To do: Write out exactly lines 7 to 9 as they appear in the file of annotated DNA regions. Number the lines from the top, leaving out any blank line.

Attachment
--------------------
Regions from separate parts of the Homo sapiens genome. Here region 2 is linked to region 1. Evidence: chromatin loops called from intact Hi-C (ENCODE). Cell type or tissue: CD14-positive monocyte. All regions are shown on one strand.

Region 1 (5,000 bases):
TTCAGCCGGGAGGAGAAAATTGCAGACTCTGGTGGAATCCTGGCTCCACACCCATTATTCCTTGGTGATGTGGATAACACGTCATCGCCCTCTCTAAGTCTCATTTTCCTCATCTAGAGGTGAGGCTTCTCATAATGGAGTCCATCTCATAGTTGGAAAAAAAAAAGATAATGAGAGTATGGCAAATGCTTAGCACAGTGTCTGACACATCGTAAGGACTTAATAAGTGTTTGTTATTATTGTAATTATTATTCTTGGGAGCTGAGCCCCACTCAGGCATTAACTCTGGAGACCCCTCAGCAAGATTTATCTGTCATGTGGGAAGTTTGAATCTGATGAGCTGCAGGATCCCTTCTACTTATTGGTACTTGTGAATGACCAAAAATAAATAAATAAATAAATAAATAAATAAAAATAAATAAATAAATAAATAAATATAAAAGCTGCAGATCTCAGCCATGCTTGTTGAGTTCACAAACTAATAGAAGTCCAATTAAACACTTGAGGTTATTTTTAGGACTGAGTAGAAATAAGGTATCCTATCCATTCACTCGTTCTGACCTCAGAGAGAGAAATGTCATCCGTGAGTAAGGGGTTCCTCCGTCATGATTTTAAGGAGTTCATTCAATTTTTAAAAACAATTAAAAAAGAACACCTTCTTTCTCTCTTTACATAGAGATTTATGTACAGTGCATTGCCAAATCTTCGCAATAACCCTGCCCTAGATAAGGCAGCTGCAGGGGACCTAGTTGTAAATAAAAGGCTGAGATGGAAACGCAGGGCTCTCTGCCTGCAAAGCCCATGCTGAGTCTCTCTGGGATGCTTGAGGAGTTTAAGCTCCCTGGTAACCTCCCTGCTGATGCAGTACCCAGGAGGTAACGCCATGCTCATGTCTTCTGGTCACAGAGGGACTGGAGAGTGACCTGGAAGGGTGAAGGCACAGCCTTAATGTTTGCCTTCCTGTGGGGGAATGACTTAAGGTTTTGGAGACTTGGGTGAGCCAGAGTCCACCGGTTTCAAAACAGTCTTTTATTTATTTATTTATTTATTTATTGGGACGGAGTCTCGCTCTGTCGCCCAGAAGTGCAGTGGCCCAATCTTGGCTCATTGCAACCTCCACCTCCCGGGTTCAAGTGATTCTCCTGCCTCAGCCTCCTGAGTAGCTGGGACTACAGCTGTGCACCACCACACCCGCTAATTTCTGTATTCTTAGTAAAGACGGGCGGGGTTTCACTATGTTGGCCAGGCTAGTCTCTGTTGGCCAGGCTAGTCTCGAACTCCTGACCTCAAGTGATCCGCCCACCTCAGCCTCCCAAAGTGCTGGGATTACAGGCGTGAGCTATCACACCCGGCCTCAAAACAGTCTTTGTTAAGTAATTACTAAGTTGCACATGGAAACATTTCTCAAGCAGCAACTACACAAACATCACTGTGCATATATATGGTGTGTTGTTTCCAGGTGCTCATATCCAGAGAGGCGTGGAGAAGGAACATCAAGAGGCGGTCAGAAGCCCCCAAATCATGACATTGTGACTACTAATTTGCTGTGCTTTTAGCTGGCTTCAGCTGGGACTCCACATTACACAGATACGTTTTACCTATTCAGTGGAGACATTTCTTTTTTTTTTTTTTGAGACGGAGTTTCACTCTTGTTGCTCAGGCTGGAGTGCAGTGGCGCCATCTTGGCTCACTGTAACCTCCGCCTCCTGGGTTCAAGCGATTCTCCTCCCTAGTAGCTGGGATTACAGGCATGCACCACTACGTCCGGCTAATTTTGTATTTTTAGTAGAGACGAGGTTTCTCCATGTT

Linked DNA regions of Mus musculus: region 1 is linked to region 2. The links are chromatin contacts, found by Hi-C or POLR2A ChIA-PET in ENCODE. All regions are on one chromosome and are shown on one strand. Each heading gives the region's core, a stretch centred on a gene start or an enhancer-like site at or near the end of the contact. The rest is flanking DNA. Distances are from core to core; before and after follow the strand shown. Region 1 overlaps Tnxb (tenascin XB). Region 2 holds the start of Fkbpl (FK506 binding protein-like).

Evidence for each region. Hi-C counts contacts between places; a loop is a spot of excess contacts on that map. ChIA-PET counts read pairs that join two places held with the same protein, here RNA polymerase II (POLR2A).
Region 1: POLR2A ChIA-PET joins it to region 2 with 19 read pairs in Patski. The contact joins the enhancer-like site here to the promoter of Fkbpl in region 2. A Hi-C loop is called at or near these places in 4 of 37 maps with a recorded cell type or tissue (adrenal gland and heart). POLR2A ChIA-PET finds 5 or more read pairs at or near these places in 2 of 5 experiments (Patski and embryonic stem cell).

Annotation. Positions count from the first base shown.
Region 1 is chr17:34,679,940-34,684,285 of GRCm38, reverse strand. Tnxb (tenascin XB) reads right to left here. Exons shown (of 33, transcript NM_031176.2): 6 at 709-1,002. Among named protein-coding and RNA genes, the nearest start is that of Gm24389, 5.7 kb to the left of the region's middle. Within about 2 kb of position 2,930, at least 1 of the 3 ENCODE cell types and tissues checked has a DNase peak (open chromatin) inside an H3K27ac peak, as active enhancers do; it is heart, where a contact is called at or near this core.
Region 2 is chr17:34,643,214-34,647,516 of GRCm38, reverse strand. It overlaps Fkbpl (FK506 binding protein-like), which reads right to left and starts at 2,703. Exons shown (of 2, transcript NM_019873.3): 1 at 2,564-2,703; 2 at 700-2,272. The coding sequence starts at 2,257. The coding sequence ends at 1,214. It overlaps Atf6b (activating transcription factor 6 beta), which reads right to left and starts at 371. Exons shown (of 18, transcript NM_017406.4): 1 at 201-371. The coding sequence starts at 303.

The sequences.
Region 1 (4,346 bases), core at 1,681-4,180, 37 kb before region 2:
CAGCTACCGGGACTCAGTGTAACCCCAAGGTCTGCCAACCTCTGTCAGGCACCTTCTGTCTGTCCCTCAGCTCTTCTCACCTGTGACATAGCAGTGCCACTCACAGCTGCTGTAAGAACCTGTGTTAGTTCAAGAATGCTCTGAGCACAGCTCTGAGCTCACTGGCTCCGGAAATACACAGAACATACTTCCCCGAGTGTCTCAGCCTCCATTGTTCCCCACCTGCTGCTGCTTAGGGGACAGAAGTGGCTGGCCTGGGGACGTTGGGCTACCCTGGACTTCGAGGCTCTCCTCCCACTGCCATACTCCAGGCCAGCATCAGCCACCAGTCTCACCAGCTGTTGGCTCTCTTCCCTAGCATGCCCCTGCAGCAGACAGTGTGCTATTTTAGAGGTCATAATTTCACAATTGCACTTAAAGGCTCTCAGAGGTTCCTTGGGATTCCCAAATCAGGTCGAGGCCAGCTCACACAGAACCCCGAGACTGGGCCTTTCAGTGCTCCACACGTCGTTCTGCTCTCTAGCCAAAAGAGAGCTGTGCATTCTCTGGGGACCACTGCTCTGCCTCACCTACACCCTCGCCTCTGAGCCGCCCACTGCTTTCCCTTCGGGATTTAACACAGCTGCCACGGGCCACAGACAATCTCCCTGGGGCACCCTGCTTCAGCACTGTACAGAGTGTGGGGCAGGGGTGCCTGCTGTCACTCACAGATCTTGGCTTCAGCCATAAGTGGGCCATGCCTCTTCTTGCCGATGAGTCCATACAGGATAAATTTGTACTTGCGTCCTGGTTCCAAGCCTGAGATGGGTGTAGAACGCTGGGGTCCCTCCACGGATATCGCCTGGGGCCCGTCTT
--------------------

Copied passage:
Annotation. Positions count from the first base shown.
Region 1 is chr17:34,679,940-34,684,285 of GRCm38, reverse strand. Tnxb (tenascin XB) reads right to left here. Exons shown (of 33, transcript NM_031176.2): 6 at 709-1,002. Among named protein-coding and RNA genes, the nearest start is that of Gm24389, 5.7 kb to the left of the region's middle. Within about 2 kb of position 2,930, at least 1 of the 3 ENCODE cell types and tissues checked has a DNase peak (open chromatin) inside an H3K27ac peak, as active enhancers do; it is heart, where a contact is called at or near this core.
Region 2 is chr17:34,643,214-34,647,516 of GRCm38, reverse strand. It overlaps Fkbpl (FK506 binding protein-like), which reads right to left and starts at 2,703. Exons shown (of 2, transcript NM_019873.3): 1 at 2,564-2,703; 2 at 700-2,272. The coding sequence starts at 2,257. The coding sequence ends at 1,214. It overlaps Atf6b (activating transcription factor 6 beta), which reads right to left and starts at 371. Exons shown (of 18, transcript NM_017406.4): 1 at 201-371. The coding sequence starts at 303.